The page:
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New Arepa Meal Kit Delivery Service Brings Together Venezuelan and Filipino Flavors

Arepa Dealers ATX serves up colorful arepas with meats and vegetables

Arepa Dealers’s mechada arepa
Arepa Dealers’s mechada arepa
Arepa Dealers [Official]

There’s a newer food service dedicated to colorful arepa meal kits. Co-owners Anissa del Rosario Schiek and Jose Tomas Garcia launched Arepa Dealers ATX earlier this year, as a way to share the Venezuelan stuffed corn bread dish with the city.

The couple thought that it made sense to focus on arepas for their business, which they originally launched as a pop-up and switched to pickup and delivery meal kits because of the novel coronavirus pandemic. “In the States,” says Schiek, “people have a fast-pace when they’re eating,” pointing to the popularity of tacos and sandwiches. Their arepas are made using recipes from their recipes from their families: Garcia is Venezuelan and Schiek is a Filipino who was raised in Wisconsin.

Garcia sees the dish as a vehicle “to bring flavors together.” He says, “We want to transform every recipe that you like into an arepa. Arepa Dealers offers three main arepa kits: the pachamama is the vegetarian option, made with mushrooms, a goat cheese spread, and sundried tomatoes (it can be made vegan too); the mechada makes use of a classic Venezuelan beef recipe; and the carnitas is more Filipino, made based on Schiek’s grandmother’s adobo recipe (she describes it like a “banh mi arepa”). As another nod to Schiek’s heritage, the shop also sells puto Filipino, a sweet Filipino steamed rice cake.

To create Arepa Dealers’s colorful gluten-free breads, they add vegetable juices to the traditional dough mix. They use carrot for the orange, beets for the red, and Thai basil or green.

Anissa del Rosario Schiek and Jose Tomas Garcia, serving at a Frida Friday event earlier this year
Anissa del Rosario Schiek and Jose Tomas Garcia, serving at a Frida Friday event earlier this year
Frida Friday [Official]

“There’s a lot of Venezuelans migrating right now because of political problems,” says Garcia. In Austin, there’s a growing community, especially concentrated in the Round Rock and Pflugerville areas, resulting in the opening of Venezuelan trucks and food businesses, that tend to veer more traditional. “It’s really hard to recreate what you left behind,” he says, “because the conditions, the geography, the ingredients, everything is different.” But it’s being done well, and he shouts out places such as East Sixth truck Pepitos 512, South Austin truck Reina Pepiada, tequeños business TQ.Much, and delivery service Pastelitos de la Nonna.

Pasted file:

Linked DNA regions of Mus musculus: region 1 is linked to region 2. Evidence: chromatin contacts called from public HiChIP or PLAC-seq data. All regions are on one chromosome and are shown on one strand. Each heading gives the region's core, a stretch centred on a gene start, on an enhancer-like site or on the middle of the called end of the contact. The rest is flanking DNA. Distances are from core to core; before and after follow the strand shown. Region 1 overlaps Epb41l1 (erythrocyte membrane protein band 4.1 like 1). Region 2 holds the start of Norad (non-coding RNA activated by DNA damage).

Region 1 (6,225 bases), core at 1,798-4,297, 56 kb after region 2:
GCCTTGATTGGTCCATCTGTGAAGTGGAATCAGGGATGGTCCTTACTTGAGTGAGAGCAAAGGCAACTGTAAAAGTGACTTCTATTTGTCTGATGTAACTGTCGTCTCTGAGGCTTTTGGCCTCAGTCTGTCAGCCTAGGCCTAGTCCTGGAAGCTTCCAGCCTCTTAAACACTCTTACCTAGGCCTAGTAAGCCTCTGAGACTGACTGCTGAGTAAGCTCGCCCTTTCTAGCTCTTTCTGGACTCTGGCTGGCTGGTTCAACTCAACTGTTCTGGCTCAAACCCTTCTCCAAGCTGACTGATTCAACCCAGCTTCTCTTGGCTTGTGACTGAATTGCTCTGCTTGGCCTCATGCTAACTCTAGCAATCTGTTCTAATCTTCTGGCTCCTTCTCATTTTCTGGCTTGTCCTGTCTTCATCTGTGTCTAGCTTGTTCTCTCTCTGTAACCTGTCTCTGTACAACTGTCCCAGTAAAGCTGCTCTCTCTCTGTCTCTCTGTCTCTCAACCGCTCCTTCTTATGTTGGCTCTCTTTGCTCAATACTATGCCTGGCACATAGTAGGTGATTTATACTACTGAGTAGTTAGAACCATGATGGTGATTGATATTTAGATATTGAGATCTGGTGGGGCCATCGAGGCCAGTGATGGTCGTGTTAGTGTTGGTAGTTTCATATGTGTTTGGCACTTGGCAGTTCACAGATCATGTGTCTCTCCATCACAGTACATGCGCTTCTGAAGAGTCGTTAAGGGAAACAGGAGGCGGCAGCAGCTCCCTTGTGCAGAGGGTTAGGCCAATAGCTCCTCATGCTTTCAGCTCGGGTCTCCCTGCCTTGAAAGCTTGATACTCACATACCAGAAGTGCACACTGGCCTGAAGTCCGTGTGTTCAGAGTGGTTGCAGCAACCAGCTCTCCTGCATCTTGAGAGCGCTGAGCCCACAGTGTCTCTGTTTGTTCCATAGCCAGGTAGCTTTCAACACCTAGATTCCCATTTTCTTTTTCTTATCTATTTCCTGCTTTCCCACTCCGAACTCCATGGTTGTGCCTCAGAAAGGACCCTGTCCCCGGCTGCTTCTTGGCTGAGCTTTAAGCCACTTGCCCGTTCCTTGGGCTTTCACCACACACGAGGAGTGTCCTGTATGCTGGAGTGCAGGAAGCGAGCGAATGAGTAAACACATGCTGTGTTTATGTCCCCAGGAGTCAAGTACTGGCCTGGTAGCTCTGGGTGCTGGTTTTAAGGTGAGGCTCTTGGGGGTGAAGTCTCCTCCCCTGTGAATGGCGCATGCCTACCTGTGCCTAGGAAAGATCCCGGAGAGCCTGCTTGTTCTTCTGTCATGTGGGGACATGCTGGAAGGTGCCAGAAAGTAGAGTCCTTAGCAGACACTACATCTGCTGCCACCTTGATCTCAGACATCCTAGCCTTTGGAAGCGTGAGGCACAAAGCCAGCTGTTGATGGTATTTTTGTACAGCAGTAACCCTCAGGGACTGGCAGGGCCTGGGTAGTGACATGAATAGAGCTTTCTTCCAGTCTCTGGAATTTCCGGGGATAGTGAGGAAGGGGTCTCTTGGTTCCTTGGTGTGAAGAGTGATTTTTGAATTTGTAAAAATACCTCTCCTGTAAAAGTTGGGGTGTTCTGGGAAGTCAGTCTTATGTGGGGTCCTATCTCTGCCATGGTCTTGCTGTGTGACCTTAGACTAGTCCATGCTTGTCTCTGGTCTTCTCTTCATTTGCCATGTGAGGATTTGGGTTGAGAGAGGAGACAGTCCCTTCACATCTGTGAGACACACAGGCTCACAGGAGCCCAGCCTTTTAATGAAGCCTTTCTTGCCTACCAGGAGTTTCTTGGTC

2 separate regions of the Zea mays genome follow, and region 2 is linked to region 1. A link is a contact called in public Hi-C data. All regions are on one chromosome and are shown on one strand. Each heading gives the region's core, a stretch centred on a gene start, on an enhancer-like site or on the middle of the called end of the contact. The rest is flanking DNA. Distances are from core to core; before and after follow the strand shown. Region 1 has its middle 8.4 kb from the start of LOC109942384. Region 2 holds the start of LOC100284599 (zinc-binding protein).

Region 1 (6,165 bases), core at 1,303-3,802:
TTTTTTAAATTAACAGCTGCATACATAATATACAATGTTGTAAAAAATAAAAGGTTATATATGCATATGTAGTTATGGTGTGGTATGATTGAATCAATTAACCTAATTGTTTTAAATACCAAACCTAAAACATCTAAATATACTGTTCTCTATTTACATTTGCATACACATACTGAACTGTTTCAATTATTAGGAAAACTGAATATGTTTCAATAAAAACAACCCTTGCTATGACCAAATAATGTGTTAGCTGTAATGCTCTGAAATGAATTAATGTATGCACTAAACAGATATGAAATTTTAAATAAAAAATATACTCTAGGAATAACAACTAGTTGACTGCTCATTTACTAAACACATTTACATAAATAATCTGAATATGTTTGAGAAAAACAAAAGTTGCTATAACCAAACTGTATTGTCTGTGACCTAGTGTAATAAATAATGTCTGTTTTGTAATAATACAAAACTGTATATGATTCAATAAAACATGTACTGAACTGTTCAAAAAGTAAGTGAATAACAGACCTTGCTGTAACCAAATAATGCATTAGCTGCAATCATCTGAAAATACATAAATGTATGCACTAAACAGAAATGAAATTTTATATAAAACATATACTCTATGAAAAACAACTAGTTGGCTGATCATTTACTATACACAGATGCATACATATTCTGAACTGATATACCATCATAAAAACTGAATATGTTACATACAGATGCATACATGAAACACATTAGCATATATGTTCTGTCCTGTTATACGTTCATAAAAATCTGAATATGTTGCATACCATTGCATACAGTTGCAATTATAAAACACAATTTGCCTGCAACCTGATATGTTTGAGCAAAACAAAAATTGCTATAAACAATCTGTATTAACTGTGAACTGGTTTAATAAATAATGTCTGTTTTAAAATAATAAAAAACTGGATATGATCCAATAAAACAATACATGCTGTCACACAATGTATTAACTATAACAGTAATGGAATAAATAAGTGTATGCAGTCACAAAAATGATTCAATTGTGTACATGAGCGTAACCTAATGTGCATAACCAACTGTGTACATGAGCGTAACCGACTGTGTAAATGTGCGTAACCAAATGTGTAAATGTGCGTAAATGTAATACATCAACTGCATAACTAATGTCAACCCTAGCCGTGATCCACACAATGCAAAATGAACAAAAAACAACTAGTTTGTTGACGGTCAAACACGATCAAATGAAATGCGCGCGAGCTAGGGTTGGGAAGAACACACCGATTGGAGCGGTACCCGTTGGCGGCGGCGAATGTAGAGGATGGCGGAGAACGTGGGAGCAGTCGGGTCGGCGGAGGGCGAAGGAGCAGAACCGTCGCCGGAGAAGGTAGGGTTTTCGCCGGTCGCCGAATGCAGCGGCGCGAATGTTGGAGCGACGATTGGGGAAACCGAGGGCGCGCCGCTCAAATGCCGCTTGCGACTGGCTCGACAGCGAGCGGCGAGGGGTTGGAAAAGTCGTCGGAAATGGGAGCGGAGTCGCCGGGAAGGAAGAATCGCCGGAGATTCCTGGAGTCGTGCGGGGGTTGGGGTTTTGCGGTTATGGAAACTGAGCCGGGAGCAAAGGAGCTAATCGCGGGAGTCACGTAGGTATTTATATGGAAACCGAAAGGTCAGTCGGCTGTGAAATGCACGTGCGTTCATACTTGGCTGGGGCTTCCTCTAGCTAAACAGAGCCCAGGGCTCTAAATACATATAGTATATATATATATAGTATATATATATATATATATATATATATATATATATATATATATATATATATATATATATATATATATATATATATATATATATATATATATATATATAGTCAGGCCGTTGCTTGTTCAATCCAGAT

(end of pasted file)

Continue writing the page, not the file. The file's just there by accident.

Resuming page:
Arepa Dealers started in January 2020 as a pop-up, but Garcia and Schiek’s foray into arepa-making started well before that. The couple met in Madrid, which is where they started selling arepas as a way to make money while the country was dealing with a major economic crisis. They moved to America soon after in 2014.

In Austin, they hosted pop-ups at places such as downtown Austin bar Coconut Club, gender and economic justice movement Frida Fridays, and various art galleries (Garcia is an artist himself). They were gearing up for what would’ve been a busy South by Southwest season, which would’ve been their first. But then the threat of the novel coronavirus grew into an outbreak and then into the pandemic, and all of their events were canceled.

The carrot, beet, and Thai basil arepas from Arepa Dealers
The carrot, beet, and Thai basil arepas from Arepa Dealers
Arepa Dealers [Official]

“We were going through the same transition as the rest of the world,” says Garcia. That’s why they decided to halt the pop-ups and switch to to-go meal kits instead. They settled on serving what they call “survival” meal kits. “We saw everything changing,” says Schiek. “So we anticipated, okay, if there are all these things being put in place to reduce gatherings, people aren’t going to be able to eat out anymore.” People weren’t going out to restaurants, they were limiting their grocery store trips. The kits worked for multiple meals or for people who wanted to share food with others, arriving with the breads, fillings, garnishes, and sauces, in servings of three, six, or 12.

Likewise, the two had to rethink the recipes too. “We had to change the structure of our food,” says Garcia in order to create longer-lasting food in these takeout times while ensuring the quality. For example, they the popular avocado chicken salad dish isn’t viable anymore, since they can’t control exactly when people eat the arepas and maintain the freshness of the fruit.

While the pair continue to sell their arepa kits, there are other plans in the works too. “Since things are so unpredictable,” says Schiek, “it’s better for us to have several projects that have some sort of income coming in.” Soon, they’ll open up a stand at the Texas Farmers Market at Mueller, starting at the end of October on Sundays. On deck will be their meal kits, as well as ready-made breakfast arepas.

They also eventually want to try to get placements at supermarkets and grocery stores. Before they can embark on that, though, they need to expand their cooking operation (larger space, more equipment, staff). To do that, they applied for funding through a local angel investor network. They’re also looking to offer merchandise. Further down the line, they’d love to open a physical restaurant at some point.

Currently, Arepa Dealers’s arepa meal kit deliveries are available through their site, which are made on scheduled days by the couple themselves. There are also pickups and DoorDash deliveries available through Austin-based ordering platform Hotplate.

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